This library has embedded within it two example TSP files drawn from the TSPLIB; burma14 and fl417. This module provides a loading routine for these two files only. General loading routines for the TSPLIB format are provided by the Combinatorial Problems library.
This module also provides a collection of simple TSP perturbation and recombination methods for use in the following examples. Much of the code for these examples, in terms of the TSP implementation, recombination and perturbation methods is not particularly efficient and only intended for example purposes.
To run these examples first use the following imports;
import Control.Search.Local import Control.Search.Local.Example import Control.Search.Local.Strategy import Control.Search.Local.Eager
- A simple maximal iterative improver. This will print out all the solutions encountered.
loadExampleFile BURMA14 >>= return . loopP (maximalii (map adjacentExchangeN))
- A stochastic choice from the improvement neighbourhood
iiExample = do prob<-loadExampleFile FL417 strat<-newStdGen >>= return . stochasticii rChoice . randoms return . loopP (strat (map adjacentExchangeN)) $ prob where rChoice xs p = xs !! (floor ((p::Float) * fromIntegral (length xs)))
- The standard TABU search, with a TABU list size of 5
loadExampleFile BURMA14 >>= return . bestSoFar . loopP (standardTabu 5 (map adjacentExchangeN) (map head))
- A more complex TABU search, with a varying neighbourhood and varying TABU list size
tabuExample = do prob<-loadExampleFile FL417 nF <- newStdGen >>= return . stochasticNeighbourhood 417 vWin <- newStdGen >>= return . varyWindow . randomRs (5,10) return . bestSoFar . loopP (tabu (vWin . window 15) nF (map head)) $ prob
- A simulated annealing search, using an adjacent exchange perturbation and a common geometric cooling strategy. The values of the cooling strategy have been selected through rather rough and ready quick testing.
saExample = do prob<-loadExampleFile FL417 (fIs,sIs) <- newStdGen >>= return . (\a->(map head a,map last a)) . chunk 2 . randomRs (0,numCities prob-1) let perturb = zipWith3 swapPositions fIs sIs choiceRs <-newStdGen >>= return . randoms return . bestSoFar . loopP (sa getTSPVal perturb (geoCooling 80000 (0.99 :: Float)) choiceRs) $ prob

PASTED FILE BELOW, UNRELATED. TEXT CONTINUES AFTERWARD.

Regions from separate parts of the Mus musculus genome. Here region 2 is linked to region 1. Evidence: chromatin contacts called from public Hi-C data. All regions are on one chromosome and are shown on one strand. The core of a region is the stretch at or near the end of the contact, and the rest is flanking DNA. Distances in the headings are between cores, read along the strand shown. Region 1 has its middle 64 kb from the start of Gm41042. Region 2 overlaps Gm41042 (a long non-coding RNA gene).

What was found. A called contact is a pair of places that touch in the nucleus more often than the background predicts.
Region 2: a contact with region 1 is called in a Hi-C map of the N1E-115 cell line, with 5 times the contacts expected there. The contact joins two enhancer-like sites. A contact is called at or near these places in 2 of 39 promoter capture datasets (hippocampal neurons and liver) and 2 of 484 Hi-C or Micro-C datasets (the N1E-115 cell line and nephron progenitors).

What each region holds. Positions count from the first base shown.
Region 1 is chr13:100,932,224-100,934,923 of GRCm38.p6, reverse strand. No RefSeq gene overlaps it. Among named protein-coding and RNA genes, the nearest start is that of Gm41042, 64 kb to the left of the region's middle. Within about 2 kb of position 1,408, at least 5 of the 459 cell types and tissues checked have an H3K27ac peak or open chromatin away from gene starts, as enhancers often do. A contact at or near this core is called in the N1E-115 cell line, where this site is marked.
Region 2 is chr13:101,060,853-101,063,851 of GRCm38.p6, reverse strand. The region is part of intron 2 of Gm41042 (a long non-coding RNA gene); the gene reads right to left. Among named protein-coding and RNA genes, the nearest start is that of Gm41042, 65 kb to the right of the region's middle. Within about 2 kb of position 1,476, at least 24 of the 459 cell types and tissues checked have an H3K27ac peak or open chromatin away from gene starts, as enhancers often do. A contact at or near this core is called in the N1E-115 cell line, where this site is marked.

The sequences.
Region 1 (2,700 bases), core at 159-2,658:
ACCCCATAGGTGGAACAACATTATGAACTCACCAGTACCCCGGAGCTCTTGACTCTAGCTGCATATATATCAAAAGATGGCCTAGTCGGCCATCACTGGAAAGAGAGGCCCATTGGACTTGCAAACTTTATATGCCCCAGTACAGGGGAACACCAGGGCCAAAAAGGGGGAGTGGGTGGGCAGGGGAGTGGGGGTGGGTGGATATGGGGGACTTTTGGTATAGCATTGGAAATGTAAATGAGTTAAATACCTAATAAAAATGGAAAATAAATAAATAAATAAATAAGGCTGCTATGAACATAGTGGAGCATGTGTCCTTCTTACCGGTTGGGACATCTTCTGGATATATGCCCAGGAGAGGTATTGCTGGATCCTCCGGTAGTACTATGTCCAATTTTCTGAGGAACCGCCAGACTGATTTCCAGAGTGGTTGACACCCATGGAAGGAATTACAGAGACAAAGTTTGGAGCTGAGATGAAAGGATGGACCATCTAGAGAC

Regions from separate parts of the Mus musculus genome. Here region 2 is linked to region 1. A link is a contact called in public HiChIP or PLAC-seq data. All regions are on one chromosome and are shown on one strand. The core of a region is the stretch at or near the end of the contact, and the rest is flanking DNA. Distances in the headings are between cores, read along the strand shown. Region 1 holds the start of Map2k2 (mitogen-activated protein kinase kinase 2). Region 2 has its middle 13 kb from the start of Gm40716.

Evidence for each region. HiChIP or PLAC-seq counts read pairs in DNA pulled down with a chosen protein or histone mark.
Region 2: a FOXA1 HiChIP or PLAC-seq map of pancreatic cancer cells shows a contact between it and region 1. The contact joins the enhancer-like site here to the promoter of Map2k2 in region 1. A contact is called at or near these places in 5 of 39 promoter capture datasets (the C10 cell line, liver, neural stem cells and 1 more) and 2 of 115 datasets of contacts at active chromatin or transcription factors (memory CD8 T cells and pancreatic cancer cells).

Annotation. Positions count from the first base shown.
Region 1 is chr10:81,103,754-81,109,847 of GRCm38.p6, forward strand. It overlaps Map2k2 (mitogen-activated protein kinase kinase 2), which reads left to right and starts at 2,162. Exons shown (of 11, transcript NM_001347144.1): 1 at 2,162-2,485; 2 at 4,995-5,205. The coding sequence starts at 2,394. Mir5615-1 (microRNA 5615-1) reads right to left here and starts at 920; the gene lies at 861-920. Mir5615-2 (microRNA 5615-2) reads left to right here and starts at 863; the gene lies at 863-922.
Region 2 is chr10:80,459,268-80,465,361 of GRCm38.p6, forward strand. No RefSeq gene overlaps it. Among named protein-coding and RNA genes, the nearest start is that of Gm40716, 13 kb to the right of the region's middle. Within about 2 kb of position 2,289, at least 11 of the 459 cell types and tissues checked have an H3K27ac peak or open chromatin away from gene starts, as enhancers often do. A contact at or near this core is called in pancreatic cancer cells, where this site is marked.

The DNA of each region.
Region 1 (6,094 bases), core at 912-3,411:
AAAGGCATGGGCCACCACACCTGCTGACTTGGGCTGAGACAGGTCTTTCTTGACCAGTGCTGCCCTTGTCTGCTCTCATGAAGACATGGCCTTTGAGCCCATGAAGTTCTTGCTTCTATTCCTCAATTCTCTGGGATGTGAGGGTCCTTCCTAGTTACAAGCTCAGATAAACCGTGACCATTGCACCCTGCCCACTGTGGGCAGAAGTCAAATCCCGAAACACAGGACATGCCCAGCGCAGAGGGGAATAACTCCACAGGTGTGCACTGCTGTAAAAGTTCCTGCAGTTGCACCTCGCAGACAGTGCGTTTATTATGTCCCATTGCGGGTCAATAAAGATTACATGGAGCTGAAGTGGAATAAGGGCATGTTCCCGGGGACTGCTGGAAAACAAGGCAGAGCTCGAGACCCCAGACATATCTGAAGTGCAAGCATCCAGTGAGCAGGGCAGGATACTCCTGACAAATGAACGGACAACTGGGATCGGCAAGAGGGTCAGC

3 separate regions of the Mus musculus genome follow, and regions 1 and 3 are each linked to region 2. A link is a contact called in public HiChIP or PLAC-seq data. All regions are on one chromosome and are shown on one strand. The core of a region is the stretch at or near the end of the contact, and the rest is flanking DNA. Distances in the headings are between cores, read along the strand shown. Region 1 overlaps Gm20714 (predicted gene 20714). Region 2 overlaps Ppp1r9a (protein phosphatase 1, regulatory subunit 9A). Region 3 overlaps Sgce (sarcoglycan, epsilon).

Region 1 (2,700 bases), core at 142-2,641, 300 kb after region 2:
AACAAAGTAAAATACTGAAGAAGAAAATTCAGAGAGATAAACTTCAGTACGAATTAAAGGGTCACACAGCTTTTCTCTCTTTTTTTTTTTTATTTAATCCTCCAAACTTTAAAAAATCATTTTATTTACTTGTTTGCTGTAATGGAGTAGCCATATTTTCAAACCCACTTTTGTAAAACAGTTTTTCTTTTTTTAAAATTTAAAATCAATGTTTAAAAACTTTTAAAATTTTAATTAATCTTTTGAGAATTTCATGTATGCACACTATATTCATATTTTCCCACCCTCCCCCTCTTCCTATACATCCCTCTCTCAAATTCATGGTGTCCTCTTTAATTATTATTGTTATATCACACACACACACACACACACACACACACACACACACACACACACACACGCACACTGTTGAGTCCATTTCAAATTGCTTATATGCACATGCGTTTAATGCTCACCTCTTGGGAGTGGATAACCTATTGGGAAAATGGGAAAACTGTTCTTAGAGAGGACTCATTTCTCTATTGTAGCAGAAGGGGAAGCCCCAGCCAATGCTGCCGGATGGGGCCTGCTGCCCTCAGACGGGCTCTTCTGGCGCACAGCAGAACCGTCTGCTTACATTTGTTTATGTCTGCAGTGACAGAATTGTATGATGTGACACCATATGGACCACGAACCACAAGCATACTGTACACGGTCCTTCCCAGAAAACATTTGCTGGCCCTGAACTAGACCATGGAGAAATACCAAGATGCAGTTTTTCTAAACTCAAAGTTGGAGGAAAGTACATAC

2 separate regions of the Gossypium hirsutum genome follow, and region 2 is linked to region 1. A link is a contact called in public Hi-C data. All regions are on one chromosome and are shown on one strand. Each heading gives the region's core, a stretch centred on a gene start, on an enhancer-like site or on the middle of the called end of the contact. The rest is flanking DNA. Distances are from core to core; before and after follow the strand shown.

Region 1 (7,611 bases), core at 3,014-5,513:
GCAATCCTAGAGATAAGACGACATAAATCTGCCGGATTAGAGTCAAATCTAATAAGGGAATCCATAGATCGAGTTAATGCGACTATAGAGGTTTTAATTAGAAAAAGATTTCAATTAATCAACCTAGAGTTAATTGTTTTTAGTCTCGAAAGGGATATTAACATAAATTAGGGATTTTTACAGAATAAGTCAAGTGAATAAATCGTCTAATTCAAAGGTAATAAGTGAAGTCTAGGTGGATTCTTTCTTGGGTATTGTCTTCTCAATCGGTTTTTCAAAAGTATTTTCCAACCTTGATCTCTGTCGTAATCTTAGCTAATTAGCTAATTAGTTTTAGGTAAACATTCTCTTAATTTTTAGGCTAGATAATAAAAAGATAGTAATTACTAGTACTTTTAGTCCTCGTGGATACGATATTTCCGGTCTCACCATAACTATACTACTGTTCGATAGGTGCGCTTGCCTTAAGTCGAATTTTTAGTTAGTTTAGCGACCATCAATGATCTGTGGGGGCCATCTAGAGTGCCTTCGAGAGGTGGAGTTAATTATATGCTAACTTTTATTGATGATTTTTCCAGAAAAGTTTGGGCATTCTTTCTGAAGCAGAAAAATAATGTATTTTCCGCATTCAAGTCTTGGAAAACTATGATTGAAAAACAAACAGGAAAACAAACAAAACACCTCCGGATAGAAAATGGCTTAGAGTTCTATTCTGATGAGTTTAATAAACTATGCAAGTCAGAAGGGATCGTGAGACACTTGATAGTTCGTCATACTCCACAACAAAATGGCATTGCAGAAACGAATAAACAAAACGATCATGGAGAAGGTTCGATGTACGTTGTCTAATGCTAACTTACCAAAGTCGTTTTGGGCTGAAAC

- A genetic algorithm which only makes use of recombination.
gaNoMutate = do prob<-loadExampleFile FL417 recomb<-newStdGen >>= return . stochasticRecombine startSols <- newStdGen >>= return . randomStarts 20 prob let dist = (++) . takeWhile (<1) $ iterate (*1.0884) (0.2::Float) rs <- newStdGen >>= return . randoms return . bestSoFar . loopS (ga (makePop 20) (recomb . gaSelect 2 dist rs) id) $ startSols
- A complete genetic algorithm that mutates in a random pattern (at a rate of 1/20th)
gaWithMutate = do prob<-loadExampleFile FL417 recomb<-newStdGen >>= return . stochasticRecombine startSols <- newStdGen >>= return . randomStarts 20 prob pattern <- newStdGen >>= return . map (<(0.05::Float)) . randoms -- boolean pattern (fIs,sIs) <- newStdGen >>= return . (\a->(map head a,map last a)) . chunk 2 . randomRs (0,numCities prob-1) let dist = (++) . takeWhile (<1) $ iterate (*1.0884) (0.2::Float) let mut = nest pattern (zipWith3 swapPositions fIs sIs) rs <- newStdGen >>= return . randoms return . bestSoFar . loopS (ga (makePop 20) (recomb . gaSelect 2 dist rs) mut) $ startSols